The cornerstone of its growth: bad property loans that brought Europe’s banking sector to its knees.

“This is a very good to time to be doing what we’re doing,” said Jonathan Banks, director at Mount Street.

Under pressure from regulators to clean up their balance sheets, European banks have unloaded loans at a record pace. The debt portfolios have mostly been snapped up by private equity firms, which pay loan servicing companies to analyse the portfolios, collect cash from borrowers and take on other administrative work.

Banks in Europe sold nearly €65bn ($92bn) of commercial and residential property loans in 2014, up from €19bn in 2012, according to a PwC report.

Among the big buyers are private equity firms, including Blackstone Group and Lone Star Funds. In a deal in June, German lender Commerzbank sold a portfolio of Spanish property loans for about €3.5bn to Lone Star and J.P. Morgan Chase.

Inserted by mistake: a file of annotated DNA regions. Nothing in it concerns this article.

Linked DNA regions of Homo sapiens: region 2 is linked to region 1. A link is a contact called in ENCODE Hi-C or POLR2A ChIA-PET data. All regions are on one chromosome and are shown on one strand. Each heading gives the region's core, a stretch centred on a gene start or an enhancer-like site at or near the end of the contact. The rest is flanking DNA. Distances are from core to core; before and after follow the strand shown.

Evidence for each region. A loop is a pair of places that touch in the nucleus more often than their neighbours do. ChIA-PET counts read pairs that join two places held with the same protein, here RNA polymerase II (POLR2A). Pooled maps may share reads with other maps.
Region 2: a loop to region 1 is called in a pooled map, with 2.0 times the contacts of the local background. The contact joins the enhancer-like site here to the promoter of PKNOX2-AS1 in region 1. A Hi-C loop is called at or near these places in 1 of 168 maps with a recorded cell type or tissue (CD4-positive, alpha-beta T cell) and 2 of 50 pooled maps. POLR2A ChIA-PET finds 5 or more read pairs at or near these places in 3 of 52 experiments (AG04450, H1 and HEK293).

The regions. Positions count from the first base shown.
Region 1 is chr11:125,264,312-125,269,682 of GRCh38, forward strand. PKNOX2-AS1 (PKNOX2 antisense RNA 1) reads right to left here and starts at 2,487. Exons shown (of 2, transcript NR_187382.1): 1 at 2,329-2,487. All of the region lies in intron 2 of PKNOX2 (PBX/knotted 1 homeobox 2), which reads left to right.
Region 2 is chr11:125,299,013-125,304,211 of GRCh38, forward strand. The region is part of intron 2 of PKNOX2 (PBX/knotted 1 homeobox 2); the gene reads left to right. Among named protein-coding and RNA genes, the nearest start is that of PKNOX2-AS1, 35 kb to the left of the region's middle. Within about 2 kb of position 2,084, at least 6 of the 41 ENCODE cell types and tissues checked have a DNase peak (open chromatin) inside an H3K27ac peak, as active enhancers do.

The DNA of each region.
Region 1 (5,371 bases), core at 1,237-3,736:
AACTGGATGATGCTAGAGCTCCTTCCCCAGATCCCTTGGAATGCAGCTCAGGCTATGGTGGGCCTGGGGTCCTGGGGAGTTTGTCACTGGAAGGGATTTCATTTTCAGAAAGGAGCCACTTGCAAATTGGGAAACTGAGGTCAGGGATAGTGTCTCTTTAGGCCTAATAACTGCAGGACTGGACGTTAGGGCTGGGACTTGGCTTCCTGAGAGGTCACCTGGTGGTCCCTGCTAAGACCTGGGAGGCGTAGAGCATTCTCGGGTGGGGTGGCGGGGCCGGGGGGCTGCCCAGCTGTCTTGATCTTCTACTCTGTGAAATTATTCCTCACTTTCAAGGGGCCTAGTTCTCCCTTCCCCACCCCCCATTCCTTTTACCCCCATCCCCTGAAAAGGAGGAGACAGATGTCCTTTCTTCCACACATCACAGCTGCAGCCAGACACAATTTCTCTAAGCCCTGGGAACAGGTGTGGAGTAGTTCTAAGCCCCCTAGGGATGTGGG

Overall, US private-equity firms were involved in 81 per cent of distressed-loan transactions in Europe last year, according to broker CBRE Group.

“It is the first time you’ve had a deluge of at this scale,” said Blair Lewis, CEO at UK property services company Hatfield Philips.

The UK and Ireland accounted for 60 per cent of all transactions last year, but there was a surge in the Spanish market, where volumes more than doubled.

A danger is that shifting loans from European banks’ balance sheets to private equity firms doesn’t necessarily resolve the problem of the region’s debt overhang.

Critics say moving such a high volume of bad debts out of banks comes with risks.

With loans passing from banks to investors, “naturally, there will be winners and losers,” said Edward Daubeney, head of debt advisory at DTZ. “We shouldn’t forget that although this deleveraging is positive, the debt isn’t being repaid.”

The Wall Street Journal